Here it is. Our final installment. This is one of the most important parts: How Will A Short Sale Affect You. If you missed any of the preceding parts, you can find them here:
This part is most critical, and is the subject of great speculation and debate, and is surrounded with misunderstanding. I strongly advise you to seek appropriate legal counsel regarding your specific circumstances and any legal, tax, or personal credit consequences for your unique situation. State law varies on these issues, and many issues are still being worked out and examined by CPAs, attorneys, and state legislatures.
Three Key Issues
The three most important considerations for anyone looking to do a short sale are, lender's recourse, taxes, and credit. It all boils down to: how is this going to affect me? Why would I do a short sale, as opposed to just letting the bank foreclose on the home and take it away from me? These are the issues we'll tackle today, and I'm fairly certain that there will still be plenty of questions in your mind. This is a complex beast, and we'll take the issues in stride. One of the key considerations, and an issue that changes things dramatically, is: What is the nature of ownership?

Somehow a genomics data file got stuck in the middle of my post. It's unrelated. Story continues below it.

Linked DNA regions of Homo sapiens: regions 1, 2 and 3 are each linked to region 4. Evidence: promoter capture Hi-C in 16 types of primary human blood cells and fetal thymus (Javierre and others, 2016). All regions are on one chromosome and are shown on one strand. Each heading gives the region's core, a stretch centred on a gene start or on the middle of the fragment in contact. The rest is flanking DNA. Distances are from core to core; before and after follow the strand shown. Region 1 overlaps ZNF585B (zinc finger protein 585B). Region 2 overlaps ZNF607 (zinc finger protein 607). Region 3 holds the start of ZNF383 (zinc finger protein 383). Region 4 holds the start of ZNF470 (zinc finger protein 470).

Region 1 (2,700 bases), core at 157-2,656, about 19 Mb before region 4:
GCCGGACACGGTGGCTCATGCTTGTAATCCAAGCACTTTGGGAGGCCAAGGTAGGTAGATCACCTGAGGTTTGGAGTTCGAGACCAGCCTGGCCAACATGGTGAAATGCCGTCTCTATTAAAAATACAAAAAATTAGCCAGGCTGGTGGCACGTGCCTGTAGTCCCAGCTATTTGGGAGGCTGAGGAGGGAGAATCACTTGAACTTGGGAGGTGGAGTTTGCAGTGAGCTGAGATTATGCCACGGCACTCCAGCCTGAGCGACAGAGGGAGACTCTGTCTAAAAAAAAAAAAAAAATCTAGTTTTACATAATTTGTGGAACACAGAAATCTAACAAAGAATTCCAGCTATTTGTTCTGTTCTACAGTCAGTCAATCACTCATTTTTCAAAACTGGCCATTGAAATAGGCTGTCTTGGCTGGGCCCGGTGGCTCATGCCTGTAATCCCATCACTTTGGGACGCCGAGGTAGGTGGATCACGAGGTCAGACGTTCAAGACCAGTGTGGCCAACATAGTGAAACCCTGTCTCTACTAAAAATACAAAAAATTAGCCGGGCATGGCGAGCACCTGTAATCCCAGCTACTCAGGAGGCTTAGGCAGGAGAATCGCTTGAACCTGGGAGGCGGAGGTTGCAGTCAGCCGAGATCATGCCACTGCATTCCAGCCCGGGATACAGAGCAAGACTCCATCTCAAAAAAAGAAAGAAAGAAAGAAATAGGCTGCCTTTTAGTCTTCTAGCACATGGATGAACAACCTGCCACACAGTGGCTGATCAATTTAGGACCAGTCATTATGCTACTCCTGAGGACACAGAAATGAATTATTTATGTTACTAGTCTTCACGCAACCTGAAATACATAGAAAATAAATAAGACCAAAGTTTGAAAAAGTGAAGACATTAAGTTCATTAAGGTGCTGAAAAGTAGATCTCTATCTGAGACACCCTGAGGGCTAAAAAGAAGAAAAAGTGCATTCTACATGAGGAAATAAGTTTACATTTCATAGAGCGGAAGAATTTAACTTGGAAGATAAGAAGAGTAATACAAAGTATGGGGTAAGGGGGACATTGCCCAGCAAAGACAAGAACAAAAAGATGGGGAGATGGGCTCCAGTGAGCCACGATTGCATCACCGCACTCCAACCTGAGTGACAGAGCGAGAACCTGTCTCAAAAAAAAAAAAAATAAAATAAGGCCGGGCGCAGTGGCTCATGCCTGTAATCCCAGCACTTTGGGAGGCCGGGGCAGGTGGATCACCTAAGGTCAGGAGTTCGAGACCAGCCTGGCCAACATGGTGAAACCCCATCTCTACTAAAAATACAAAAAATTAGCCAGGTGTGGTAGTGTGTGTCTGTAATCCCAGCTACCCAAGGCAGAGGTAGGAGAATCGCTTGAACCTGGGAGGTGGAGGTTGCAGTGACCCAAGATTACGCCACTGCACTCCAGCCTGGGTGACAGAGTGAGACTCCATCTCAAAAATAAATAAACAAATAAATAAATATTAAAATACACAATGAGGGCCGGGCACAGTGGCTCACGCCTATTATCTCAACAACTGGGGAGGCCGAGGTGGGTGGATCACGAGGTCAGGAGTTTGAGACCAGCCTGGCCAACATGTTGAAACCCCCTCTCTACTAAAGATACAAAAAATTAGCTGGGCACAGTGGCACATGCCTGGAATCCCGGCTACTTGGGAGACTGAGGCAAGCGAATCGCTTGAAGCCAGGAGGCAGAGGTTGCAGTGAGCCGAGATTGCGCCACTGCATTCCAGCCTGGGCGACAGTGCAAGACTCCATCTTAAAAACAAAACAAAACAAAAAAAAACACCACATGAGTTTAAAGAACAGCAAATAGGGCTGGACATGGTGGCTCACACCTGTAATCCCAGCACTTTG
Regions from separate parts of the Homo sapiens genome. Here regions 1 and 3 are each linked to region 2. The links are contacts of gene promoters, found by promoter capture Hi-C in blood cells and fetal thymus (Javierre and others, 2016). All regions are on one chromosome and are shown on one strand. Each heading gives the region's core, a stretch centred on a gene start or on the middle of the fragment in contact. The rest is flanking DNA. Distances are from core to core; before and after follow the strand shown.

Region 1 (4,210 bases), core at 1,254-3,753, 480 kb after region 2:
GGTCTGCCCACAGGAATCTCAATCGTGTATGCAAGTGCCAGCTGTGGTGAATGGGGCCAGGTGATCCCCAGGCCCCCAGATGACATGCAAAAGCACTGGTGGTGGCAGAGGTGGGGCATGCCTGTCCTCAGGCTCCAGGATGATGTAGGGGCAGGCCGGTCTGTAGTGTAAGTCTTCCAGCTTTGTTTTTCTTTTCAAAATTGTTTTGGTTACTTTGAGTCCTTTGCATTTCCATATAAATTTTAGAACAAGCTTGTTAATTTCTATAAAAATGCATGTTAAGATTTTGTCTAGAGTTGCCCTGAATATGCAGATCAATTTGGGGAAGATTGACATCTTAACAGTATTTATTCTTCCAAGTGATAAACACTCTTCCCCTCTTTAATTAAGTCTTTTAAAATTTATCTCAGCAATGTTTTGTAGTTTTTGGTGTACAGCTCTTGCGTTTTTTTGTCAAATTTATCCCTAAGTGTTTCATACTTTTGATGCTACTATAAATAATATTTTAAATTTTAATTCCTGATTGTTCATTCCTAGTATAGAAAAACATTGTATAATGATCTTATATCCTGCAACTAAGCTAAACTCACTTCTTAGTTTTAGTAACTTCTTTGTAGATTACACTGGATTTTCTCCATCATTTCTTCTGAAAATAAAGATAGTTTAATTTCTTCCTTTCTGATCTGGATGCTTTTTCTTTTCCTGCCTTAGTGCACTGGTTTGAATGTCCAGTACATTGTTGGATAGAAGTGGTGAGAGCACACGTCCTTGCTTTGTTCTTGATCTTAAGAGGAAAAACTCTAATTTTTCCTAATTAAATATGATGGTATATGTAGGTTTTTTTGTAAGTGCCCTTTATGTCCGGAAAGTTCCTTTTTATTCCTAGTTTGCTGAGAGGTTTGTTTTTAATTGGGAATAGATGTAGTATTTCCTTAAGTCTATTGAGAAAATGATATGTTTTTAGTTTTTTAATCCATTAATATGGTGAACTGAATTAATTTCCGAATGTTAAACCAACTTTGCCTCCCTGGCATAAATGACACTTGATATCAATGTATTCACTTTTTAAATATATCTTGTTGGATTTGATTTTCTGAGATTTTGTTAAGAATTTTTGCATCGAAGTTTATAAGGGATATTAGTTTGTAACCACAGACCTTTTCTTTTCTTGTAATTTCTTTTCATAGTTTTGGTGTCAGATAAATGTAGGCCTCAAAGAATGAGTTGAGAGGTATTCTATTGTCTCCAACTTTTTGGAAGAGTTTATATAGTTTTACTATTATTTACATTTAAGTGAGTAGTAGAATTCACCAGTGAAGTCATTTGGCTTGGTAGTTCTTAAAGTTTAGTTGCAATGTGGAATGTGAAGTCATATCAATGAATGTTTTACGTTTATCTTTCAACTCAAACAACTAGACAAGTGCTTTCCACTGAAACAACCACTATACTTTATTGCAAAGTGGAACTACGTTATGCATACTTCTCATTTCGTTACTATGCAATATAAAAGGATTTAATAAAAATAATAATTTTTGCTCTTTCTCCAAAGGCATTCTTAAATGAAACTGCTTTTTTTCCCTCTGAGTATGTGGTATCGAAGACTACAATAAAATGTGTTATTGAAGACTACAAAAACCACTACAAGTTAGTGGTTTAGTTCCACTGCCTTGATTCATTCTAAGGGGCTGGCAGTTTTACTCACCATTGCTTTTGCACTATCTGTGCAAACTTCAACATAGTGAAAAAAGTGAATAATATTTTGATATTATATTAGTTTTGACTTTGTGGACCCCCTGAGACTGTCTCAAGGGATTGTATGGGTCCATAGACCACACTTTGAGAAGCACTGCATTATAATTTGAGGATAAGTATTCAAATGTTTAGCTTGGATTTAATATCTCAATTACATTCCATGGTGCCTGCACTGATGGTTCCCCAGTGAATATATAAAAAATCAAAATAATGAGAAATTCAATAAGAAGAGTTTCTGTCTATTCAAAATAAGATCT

Do You Actually Live There?
There are many "protections" in place for people who are down and out and facing foreclosure. Many of these protections are for people who are facing the loss of their home. People (and the law-makers that derive form them) have a broken heart for those who are hurting and need help. The heart-strings of the masses do not however, play a sad dirge for "speculators". Let's make a distinction here. You either bought a home to live in it, or you didn't. This does not apply to those of you who purchased a home and lied on the application in order to get a primary occupancy rate on your mortgage. Many of the legal protections in place do not apply to investors or short-term "property flippers" who simply got stomped in a series of poorly timed events. So, what are the protections for the standard homeowner?
The Mortgage Forgiveness Debt Relief Act of 2007
In late 2007, the U.S. Congress passed, and President Bush signed, The Mortgage Foregiveness Debt Relief Act of 2007. Go check it out. I'll paraphrase it here, for those of you who aren't versed in political speak: If the bank agrees to take less that you owe them on the sale of your primary residence, you will not have to pay taxes on the forgiven amount. Before the passage of this legislation, for example, if the amount "forgiven" is $50,000, the person being forgiven the debt would receive an IRS Form 1099 for that amount. This means that, for tax purposes, and in the year in which the debt was forgiven, you just made an addition $50,000 of income. And the government wants its cut. Now, with the passage of the bill, you are forgiven the tax debt also. Very nice.
Recourse vs. Non-Recourse